I had for my own trainer, the best in the world. A man who had trained everything from sheep dogs to tracking dogs, gun dogs, hunting dogs, and guard dogs. And I learnt from him. I hope I learnt well.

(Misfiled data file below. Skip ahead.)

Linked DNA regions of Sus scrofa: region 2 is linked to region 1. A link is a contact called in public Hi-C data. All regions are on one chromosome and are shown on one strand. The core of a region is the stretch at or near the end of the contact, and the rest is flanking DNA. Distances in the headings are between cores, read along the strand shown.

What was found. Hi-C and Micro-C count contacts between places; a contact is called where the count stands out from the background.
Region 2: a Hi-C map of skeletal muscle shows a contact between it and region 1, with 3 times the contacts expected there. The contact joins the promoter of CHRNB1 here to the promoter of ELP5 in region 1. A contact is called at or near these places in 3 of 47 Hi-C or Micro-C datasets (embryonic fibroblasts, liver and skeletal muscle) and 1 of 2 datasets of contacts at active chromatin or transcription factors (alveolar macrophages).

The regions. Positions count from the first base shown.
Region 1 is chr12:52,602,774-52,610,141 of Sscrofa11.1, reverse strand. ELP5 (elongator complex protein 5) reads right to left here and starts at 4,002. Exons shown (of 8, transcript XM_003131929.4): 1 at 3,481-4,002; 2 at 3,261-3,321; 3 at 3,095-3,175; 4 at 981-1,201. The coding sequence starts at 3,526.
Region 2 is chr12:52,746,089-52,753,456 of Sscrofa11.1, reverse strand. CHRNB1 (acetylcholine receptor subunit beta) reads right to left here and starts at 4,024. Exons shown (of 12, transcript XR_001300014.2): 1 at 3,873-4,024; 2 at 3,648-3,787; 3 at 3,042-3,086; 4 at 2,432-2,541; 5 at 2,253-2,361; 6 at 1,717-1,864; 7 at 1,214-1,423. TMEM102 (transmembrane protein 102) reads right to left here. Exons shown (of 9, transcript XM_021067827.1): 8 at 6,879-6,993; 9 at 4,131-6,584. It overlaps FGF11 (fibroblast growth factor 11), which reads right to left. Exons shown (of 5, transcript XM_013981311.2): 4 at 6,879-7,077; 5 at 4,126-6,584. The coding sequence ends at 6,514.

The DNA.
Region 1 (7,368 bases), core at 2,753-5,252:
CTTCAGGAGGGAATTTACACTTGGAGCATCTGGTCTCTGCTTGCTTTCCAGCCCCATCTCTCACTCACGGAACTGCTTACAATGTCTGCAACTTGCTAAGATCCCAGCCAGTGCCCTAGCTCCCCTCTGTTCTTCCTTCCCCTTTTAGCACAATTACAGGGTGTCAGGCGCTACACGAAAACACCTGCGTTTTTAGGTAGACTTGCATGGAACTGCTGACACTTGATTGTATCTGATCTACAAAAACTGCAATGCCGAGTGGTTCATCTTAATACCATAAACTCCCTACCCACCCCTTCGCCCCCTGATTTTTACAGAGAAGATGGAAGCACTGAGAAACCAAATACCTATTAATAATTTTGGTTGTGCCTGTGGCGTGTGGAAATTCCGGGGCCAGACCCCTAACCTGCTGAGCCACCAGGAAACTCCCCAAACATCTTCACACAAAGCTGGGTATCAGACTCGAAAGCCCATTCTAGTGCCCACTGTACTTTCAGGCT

To test how well we had trained the dogs to track, we would stand on one side of a wall that bordered a large area of scrub forest. We would give our dog a ball to hold in his mouth and smell. Then we would command him to sit and stay and throw the ball as far as we could over the wall into the forest. The dog would vibrate with excitement, yearning to go for the ball. We would count to ten and then say, “Get!” And off he would go. A big Doberman would fly over a six-foot wall with inches to spare. A Labrador would scramble over it. And then a few minutes later, back it would come over the wall with the ball in its mouth, circle the handler, and sit on his right side. Then on command it would drop the ball and take the piece of dry meat that the handler would give him as his reward. How can I describe the excitement of testing your skill in the performance of your animal? The lesson learnt – you stand or fall by how your trainee performs – as valuable a lesson in corporate or any other area of leadership as in training animals. A good coach after all is not the one who has the greatest knowledge, but the one whose team wins. If your dog fails, you carry the can. You can’t blame the dog. It is how well you trained it. Same logic in leadership anywhere else.